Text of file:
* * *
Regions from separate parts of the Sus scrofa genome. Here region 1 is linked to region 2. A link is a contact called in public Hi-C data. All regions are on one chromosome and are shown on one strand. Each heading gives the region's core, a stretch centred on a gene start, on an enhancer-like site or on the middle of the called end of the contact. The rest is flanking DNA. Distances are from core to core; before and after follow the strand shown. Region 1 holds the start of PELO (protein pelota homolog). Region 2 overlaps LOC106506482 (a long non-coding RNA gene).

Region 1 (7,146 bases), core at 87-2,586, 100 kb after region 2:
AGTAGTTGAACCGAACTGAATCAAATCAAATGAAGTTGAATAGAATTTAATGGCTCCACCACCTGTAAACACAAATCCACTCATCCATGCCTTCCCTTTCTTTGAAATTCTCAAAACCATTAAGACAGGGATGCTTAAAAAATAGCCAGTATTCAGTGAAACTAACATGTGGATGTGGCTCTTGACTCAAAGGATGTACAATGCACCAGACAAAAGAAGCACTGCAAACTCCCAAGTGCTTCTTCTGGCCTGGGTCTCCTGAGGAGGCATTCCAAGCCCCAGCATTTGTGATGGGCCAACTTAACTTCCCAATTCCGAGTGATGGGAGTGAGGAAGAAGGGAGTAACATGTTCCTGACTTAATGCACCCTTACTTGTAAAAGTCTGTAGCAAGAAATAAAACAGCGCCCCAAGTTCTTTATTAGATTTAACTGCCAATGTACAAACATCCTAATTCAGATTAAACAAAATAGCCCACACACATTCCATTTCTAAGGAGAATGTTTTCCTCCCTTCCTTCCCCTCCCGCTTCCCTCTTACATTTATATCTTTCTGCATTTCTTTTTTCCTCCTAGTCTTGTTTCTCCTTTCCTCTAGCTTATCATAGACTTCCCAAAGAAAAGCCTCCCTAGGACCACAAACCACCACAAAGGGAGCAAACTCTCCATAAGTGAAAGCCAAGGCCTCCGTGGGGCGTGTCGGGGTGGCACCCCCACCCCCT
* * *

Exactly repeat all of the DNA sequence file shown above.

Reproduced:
Regions from separate parts of the Sus scrofa genome. Here region 1 is linked to region 2. A link is a contact called in public Hi-C data. All regions are on one chromosome and are shown on one strand. Each heading gives the region's core, a stretch centred on a gene start, on an enhancer-like site or on the middle of the called end of the contact. The rest is flanking DNA. Distances are from core to core; before and after follow the strand shown. Region 1 holds the start of PELO (protein pelota homolog). Region 2 overlaps LOC106506482 (a long non-coding RNA gene).

Region 1 (7,146 bases), core at 87-2,586, 100 kb after region 2:
AGTAGTTGAACCGAACTGAATCAAATCAAATGAAGTTGAATAGAATTTAATGGCTCCACCACCTGTAAACACAAATCCACTCATCCATGCCTTCCCTTTCTTTGAAATTCTCAAAACCATTAAGACAGGGATGCTTAAAAAATAGCCAGTATTCAGTGAAACTAACATGTGGATGTGGCTCTTGACTCAAAGGATGTACAATGCACCAGACAAAAGAAGCACTGCAAACTCCCAAGTGCTTCTTCTGGCCTGGGTCTCCTGAGGAGGCATTCCAAGCCCCAGCATTTGTGATGGGCCAACTTAACTTCCCAATTCCGAGTGATGGGAGTGAGGAAGAAGGGAGTAACATGTTCCTGACTTAATGCACCCTTACTTGTAAAAGTCTGTAGCAAGAAATAAAACAGCGCCCCAAGTTCTTTATTAGATTTAACTGCCAATGTACAAACATCCTAATTCAGATTAAACAAAATAGCCCACACACATTCCATTTCTAAGGAGAATGTTTTCCTCCCTTCCTTCCCCTCCCGCTTCCCTCTTACATTTATATCTTTCTGCATTTCTTTTTTCCTCCTAGTCTTGTTTCTCCTTTCCTCTAGCTTATCATAGACTTCCCAAAGAAAAGCCTCCCTAGGACCACAAACCACCACAAAGGGAGCAAACTCTCCATAAGTGAAAGCCAAGGCCTCCGTGGGGCGTGTCGGGGTGGCACCCCCACCCCCT